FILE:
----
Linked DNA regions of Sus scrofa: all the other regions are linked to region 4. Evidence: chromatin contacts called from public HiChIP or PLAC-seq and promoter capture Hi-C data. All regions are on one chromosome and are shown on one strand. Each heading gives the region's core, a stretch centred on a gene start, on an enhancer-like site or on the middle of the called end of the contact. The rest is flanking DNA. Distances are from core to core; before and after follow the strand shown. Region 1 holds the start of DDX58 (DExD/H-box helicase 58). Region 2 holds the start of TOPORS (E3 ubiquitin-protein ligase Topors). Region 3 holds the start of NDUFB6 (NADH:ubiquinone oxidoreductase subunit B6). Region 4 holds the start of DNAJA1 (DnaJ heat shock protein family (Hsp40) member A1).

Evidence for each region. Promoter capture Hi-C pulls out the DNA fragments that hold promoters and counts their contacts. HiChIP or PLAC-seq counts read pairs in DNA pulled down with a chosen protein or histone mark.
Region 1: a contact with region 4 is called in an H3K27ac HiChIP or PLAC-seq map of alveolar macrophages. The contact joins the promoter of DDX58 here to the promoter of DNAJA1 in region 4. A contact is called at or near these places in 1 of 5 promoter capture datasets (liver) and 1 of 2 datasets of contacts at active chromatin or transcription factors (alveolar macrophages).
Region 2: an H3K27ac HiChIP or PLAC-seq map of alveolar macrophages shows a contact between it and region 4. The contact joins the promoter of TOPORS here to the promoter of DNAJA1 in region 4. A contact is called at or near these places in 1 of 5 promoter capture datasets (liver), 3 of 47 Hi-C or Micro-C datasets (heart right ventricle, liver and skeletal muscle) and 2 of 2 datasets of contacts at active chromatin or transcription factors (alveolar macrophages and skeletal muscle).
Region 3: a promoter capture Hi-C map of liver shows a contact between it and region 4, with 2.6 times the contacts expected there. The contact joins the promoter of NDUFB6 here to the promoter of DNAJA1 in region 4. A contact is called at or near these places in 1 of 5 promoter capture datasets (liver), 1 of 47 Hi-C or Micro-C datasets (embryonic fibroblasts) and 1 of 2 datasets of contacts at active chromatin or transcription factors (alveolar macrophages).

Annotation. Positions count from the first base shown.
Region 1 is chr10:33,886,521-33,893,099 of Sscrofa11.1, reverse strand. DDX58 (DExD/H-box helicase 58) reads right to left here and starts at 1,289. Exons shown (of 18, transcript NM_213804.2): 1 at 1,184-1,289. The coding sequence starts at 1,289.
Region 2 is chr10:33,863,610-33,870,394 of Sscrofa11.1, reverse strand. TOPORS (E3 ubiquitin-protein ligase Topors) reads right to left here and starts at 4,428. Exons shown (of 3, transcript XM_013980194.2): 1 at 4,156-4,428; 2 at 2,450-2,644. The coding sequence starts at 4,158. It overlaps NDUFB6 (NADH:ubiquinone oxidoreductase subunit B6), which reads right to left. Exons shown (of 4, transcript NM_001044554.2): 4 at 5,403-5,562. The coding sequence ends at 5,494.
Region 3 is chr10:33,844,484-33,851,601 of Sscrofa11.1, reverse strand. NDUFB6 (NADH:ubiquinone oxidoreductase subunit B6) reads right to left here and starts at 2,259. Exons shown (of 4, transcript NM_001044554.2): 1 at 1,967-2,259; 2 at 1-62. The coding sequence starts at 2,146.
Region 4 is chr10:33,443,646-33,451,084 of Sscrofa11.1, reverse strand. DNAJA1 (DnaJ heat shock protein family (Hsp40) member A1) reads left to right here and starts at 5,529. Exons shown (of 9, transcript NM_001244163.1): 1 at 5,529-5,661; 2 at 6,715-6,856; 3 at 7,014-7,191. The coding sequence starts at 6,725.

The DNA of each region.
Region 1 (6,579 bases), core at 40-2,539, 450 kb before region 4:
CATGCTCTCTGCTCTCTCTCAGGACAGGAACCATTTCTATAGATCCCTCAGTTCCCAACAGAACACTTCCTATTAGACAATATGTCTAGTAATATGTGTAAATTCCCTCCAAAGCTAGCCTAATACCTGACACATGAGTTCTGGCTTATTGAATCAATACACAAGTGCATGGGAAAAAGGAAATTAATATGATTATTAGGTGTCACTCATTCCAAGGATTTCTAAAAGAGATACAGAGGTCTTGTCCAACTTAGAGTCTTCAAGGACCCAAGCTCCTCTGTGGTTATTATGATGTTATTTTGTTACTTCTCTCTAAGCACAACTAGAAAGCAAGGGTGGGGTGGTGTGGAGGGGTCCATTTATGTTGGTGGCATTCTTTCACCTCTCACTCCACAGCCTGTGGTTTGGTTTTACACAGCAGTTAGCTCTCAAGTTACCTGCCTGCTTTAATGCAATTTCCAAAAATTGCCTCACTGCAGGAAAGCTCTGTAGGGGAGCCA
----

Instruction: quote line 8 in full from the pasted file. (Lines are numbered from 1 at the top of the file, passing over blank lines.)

Region 2 is chr10:33,863,610-33,870,394 of Sscrofa11.1, reverse strand. TOPORS (E3 ubiquitin-protein ligase Topors) reads right to left here and starts at 4,428. Exons shown (of 3, transcript XM_013980194.2): 1 at 4,156-4,428; 2 at 2,450-2,644. The coding sequence starts at 4,158. It overlaps NDUFB6 (NADH:ubiquinone oxidoreductase subunit B6), which reads right to left. Exons shown (of 4, transcript NM_001044554.2): 4 at 5,403-5,562. The coding sequence ends at 5,494.